Then in nineteen sixty, Cecil founded his own publishing house, inspired undoubtedly by the example of Leonard Woolf, whom he had helped at the Hogarth Press from an early age. His encouragement of young writers, like Leonard’s, became legendary. Drew Shannon was one of many grateful authors who treasured Cecil’s help, while at the same time becoming a good friend:

I think every Woolfian who met Cecil spent the first bit of time in his presence overcoming the fact that he KNEW VIRGINIA WOOLF. But happily this was really the least of it, at least for me, and I quickly began to love the man for himself: for his wit, his charm, his ceaseless energy, his tack-sharp mind, his kindness and consideration. And, underneath his charm, there was his biting wit. I will forever cherish the occasional whispered remark in my ear at many an event, remarks calculated to make me giggle and which required whatever poise I possess to keep myself straight-faced. And what might’ve seemed like name-dropping to the outsider was simply a catalog of his friendships and acquaintances. He’d say, “Jean, what year was it that we had Edward Heath over for dinner?” (Yes, that Edward Heath.) Or, “I bumped into Quentin Crisp in Regent’s Park, and he said…” Or, “T. S. Eliot once said to me…” And his priceless anecdote about Duncan Grant, looking long-haired and shaggy in the 1960s, wandering around Piccadilly; when questioned by Cecil about his appearance, Duncan spacily replied, “Well…my barber died.”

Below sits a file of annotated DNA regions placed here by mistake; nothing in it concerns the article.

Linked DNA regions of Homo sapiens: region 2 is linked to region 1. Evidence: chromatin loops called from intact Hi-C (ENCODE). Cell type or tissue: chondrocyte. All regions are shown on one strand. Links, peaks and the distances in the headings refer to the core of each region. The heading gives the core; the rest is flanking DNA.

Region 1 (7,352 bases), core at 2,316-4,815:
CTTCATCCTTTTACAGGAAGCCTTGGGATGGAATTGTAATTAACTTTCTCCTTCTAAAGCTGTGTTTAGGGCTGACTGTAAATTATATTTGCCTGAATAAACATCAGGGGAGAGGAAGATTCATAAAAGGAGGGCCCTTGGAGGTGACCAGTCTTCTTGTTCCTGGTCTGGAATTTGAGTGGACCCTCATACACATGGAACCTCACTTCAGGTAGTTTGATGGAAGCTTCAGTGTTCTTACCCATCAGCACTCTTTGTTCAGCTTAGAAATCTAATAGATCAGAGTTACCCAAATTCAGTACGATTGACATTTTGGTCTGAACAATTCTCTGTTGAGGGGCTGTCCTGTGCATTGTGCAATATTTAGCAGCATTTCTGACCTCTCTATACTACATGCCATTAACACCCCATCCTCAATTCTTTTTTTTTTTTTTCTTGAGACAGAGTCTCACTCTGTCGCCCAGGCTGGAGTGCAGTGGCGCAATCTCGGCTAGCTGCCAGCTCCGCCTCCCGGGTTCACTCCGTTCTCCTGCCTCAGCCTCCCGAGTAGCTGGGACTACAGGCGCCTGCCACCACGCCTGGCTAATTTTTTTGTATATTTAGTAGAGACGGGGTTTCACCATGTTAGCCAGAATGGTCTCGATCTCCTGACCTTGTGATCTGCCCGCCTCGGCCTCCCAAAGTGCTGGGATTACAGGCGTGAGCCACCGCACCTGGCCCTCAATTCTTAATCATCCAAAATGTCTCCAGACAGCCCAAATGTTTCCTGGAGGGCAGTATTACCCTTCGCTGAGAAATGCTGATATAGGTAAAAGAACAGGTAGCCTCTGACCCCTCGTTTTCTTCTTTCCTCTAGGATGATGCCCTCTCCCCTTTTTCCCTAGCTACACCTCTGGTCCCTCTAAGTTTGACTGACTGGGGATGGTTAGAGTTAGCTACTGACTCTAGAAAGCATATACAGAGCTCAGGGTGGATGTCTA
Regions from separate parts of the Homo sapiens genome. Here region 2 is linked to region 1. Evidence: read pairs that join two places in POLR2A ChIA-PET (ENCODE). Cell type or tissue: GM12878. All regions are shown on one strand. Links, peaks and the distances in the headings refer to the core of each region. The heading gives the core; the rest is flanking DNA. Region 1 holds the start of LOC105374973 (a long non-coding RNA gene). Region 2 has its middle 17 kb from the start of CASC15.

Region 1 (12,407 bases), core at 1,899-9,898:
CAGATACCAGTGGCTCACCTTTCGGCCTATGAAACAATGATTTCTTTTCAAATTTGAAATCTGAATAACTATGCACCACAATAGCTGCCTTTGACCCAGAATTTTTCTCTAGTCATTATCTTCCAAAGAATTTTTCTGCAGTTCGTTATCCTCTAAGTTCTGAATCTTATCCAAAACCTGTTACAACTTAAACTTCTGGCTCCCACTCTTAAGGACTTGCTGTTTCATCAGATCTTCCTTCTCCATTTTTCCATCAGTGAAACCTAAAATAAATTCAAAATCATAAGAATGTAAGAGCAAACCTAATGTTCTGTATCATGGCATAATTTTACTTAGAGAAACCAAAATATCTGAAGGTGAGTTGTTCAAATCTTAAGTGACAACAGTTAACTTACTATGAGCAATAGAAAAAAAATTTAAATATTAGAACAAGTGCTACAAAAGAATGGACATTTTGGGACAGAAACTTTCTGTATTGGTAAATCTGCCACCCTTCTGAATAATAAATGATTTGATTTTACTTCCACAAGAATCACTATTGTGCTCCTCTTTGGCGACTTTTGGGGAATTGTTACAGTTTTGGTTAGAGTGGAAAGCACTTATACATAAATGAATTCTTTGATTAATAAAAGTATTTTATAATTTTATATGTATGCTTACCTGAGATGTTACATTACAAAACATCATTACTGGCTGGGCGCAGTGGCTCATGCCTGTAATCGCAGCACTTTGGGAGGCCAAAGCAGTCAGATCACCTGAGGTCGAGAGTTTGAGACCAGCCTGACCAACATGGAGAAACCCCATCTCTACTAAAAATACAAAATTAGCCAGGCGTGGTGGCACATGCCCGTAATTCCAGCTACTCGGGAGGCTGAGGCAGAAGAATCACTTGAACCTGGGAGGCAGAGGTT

After Cecil’s first marriage ended in the late sixties, he began a relationship with Jean Moorcroft Wilson, who became his second wife and partner in the publishing business. Together over a period of fifty years they explored their shared and separate interests, Cecil’s obsession with the novelist John Cowper Powys inspiring the John Cowper Powys monographs, Jean’s fascination with the First World War poets, on whom (encouraged by Cecil) she would write a number of biographies, giving rise to their War Poets’ series and their joint admiration for Leonard and Virginia Woolf spawning their Bloomsbury heritage titles, always eagerly awaited at annual Virginia Woolf Conferences in America and England. Together they would edit two highly topical books,Authors Takes Sides on the Falklands and Authors Take Sides on the Gulf and Iraq. Cecil’s meticulous attention to detail ensured books of the highest quality in both content and appearance. He was running Cecil Woolf Publishers with Jean’s help until shortly before his death.